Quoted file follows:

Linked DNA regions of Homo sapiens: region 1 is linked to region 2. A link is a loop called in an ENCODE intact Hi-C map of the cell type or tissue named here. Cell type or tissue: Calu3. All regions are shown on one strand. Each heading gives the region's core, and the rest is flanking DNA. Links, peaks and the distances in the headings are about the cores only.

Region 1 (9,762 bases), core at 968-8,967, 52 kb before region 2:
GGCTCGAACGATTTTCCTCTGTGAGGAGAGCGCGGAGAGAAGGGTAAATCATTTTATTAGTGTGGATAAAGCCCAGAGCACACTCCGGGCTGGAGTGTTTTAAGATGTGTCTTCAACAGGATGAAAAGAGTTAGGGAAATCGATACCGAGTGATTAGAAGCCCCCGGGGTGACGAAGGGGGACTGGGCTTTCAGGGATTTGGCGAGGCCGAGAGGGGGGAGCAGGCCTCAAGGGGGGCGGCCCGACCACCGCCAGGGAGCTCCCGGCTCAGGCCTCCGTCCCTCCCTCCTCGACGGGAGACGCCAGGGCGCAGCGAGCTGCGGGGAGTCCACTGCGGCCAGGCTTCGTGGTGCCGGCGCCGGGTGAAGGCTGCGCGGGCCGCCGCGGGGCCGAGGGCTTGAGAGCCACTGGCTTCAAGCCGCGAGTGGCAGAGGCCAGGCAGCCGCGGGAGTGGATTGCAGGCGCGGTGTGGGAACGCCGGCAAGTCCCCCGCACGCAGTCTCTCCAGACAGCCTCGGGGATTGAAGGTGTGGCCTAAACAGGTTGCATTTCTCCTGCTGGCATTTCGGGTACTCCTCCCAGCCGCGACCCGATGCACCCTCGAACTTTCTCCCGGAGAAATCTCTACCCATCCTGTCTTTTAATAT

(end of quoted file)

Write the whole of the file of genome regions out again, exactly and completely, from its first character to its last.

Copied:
Linked DNA regions of Homo sapiens: region 1 is linked to region 2. A link is a loop called in an ENCODE intact Hi-C map of the cell type or tissue named here. Cell type or tissue: Calu3. All regions are shown on one strand. Each heading gives the region's core, and the rest is flanking DNA. Links, peaks and the distances in the headings are about the cores only.

Region 1 (9,762 bases), core at 968-8,967, 52 kb before region 2:
GGCTCGAACGATTTTCCTCTGTGAGGAGAGCGCGGAGAGAAGGGTAAATCATTTTATTAGTGTGGATAAAGCCCAGAGCACACTCCGGGCTGGAGTGTTTTAAGATGTGTCTTCAACAGGATGAAAAGAGTTAGGGAAATCGATACCGAGTGATTAGAAGCCCCCGGGGTGACGAAGGGGGACTGGGCTTTCAGGGATTTGGCGAGGCCGAGAGGGGGGAGCAGGCCTCAAGGGGGGCGGCCCGACCACCGCCAGGGAGCTCCCGGCTCAGGCCTCCGTCCCTCCCTCCTCGACGGGAGACGCCAGGGCGCAGCGAGCTGCGGGGAGTCCACTGCGGCCAGGCTTCGTGGTGCCGGCGCCGGGTGAAGGCTGCGCGGGCCGCCGCGGGGCCGAGGGCTTGAGAGCCACTGGCTTCAAGCCGCGAGTGGCAGAGGCCAGGCAGCCGCGGGAGTGGATTGCAGGCGCGGTGTGGGAACGCCGGCAAGTCCCCCGCACGCAGTCTCTCCAGACAGCCTCGGGGATTGAAGGTGTGGCCTAAACAGGTTGCATTTCTCCTGCTGGCATTTCGGGTACTCCTCCCAGCCGCGACCCGATGCACCCTCGAACTTTCTCCCGGAGAAATCTCTACCCATCCTGTCTTTTAATAT